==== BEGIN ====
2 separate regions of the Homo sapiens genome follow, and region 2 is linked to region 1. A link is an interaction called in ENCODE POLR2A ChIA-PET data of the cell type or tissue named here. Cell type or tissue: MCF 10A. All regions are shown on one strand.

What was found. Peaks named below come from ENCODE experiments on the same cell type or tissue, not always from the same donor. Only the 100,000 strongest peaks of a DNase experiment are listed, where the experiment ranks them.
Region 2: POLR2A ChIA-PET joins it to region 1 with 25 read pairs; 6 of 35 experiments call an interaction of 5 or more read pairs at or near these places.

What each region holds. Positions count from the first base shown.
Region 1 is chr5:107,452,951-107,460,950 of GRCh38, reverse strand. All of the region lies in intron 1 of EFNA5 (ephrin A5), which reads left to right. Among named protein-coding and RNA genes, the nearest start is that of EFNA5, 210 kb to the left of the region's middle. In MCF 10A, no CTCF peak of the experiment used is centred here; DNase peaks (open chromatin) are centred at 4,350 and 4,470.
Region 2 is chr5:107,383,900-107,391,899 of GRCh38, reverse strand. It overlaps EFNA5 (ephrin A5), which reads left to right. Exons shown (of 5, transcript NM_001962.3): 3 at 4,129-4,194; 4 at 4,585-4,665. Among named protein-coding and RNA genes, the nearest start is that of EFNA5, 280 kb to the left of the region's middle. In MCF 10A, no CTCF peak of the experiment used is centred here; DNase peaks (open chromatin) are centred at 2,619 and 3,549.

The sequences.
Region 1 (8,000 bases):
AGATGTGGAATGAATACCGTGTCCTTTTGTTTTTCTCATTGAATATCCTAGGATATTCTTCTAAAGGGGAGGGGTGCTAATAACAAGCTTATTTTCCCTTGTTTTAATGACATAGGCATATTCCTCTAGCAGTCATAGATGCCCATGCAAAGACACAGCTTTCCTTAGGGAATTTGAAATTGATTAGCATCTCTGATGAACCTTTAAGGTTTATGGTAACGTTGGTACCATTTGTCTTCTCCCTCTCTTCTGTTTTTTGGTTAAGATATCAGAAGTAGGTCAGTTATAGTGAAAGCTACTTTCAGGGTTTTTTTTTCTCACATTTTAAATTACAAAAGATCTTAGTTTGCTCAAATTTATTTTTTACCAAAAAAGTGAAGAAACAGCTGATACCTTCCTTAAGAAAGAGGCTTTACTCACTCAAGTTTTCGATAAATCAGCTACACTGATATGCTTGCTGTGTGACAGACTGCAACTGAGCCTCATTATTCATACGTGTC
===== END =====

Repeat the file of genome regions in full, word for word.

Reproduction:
2 separate regions of the Homo sapiens genome follow, and region 2 is linked to region 1. A link is an interaction called in ENCODE POLR2A ChIA-PET data of the cell type or tissue named here. Cell type or tissue: MCF 10A. All regions are shown on one strand.

What was found. Peaks named below come from ENCODE experiments on the same cell type or tissue, not always from the same donor. Only the 100,000 strongest peaks of a DNase experiment are listed, where the experiment ranks them.
Region 2: POLR2A ChIA-PET joins it to region 1 with 25 read pairs; 6 of 35 experiments call an interaction of 5 or more read pairs at or near these places.

What each region holds. Positions count from the first base shown.
Region 1 is chr5:107,452,951-107,460,950 of GRCh38, reverse strand. All of the region lies in intron 1 of EFNA5 (ephrin A5), which reads left to right. Among named protein-coding and RNA genes, the nearest start is that of EFNA5, 210 kb to the left of the region's middle. In MCF 10A, no CTCF peak of the experiment used is centred here; DNase peaks (open chromatin) are centred at 4,350 and 4,470.
Region 2 is chr5:107,383,900-107,391,899 of GRCh38, reverse strand. It overlaps EFNA5 (ephrin A5), which reads left to right. Exons shown (of 5, transcript NM_001962.3): 3 at 4,129-4,194; 4 at 4,585-4,665. Among named protein-coding and RNA genes, the nearest start is that of EFNA5, 280 kb to the left of the region's middle. In MCF 10A, no CTCF peak of the experiment used is centred here; DNase peaks (open chromatin) are centred at 2,619 and 3,549.

The sequences.
Region 1 (8,000 bases):
AGATGTGGAATGAATACCGTGTCCTTTTGTTTTTCTCATTGAATATCCTAGGATATTCTTCTAAAGGGGAGGGGTGCTAATAACAAGCTTATTTTCCCTTGTTTTAATGACATAGGCATATTCCTCTAGCAGTCATAGATGCCCATGCAAAGACACAGCTTTCCTTAGGGAATTTGAAATTGATTAGCATCTCTGATGAACCTTTAAGGTTTATGGTAACGTTGGTACCATTTGTCTTCTCCCTCTCTTCTGTTTTTTGGTTAAGATATCAGAAGTAGGTCAGTTATAGTGAAAGCTACTTTCAGGGTTTTTTTTTCTCACATTTTAAATTACAAAAGATCTTAGTTTGCTCAAATTTATTTTTTACCAAAAAAGTGAAGAAACAGCTGATACCTTCCTTAAGAAAGAGGCTTTACTCACTCAAGTTTTCGATAAATCAGCTACACTGATATGCTTGCTGTGTGACAGACTGCAACTGAGCCTCATTATTCATACGTGTC